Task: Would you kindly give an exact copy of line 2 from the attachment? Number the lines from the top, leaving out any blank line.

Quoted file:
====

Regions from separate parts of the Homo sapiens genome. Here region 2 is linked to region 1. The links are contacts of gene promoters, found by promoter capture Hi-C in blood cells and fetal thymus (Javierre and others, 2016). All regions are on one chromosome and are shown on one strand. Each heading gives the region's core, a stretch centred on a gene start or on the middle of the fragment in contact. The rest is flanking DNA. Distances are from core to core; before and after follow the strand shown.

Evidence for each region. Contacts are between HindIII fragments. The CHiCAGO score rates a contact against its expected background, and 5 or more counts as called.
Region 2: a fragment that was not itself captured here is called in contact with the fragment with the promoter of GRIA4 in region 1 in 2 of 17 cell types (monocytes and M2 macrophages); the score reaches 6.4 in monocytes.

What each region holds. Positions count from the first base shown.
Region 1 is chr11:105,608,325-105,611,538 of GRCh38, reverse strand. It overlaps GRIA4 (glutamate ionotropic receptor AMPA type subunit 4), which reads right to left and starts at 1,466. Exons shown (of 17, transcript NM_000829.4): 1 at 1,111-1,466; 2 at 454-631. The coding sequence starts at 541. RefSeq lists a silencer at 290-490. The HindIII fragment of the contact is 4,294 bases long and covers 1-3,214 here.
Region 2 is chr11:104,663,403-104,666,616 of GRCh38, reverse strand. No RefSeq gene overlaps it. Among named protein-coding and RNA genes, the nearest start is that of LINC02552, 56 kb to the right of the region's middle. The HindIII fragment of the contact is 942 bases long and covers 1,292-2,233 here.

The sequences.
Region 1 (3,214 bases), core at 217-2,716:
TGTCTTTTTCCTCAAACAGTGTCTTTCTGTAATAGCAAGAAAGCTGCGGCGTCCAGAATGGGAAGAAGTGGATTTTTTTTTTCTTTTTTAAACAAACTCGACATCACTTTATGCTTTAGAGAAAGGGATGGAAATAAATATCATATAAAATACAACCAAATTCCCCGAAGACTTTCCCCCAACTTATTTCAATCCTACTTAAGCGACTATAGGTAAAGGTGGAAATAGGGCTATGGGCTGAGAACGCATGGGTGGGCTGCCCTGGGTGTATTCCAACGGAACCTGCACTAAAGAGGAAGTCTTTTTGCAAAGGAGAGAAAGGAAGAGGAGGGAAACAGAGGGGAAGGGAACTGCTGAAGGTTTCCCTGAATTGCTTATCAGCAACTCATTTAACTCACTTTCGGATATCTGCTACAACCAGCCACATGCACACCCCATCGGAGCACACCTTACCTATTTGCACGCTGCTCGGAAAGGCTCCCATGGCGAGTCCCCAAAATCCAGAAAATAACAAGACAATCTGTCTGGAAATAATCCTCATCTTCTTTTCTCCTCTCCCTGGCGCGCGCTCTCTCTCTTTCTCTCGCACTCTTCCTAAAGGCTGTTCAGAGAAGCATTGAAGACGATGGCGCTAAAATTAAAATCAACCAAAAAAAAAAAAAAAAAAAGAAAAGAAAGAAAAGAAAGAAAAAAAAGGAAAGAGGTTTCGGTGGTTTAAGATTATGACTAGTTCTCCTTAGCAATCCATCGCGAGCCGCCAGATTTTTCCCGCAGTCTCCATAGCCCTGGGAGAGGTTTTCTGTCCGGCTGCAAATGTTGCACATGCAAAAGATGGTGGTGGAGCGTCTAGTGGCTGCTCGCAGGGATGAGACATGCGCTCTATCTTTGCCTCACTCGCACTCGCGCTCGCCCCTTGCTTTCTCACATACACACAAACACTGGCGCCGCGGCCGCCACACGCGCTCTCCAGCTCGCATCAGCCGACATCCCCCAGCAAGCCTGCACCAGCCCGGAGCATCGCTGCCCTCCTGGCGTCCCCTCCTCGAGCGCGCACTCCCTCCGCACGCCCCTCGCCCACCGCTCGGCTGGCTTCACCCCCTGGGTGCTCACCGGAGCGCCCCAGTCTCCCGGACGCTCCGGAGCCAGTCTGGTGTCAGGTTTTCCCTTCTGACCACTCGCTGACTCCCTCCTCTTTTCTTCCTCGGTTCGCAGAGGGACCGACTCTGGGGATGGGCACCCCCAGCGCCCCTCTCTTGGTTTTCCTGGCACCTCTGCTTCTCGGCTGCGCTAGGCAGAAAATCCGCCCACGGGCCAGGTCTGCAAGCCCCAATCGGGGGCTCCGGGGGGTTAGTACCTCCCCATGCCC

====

Evidence for each region. Contacts are between HindIII fragments. The CHiCAGO score rates a contact against its expected background, and 5 or more counts as called.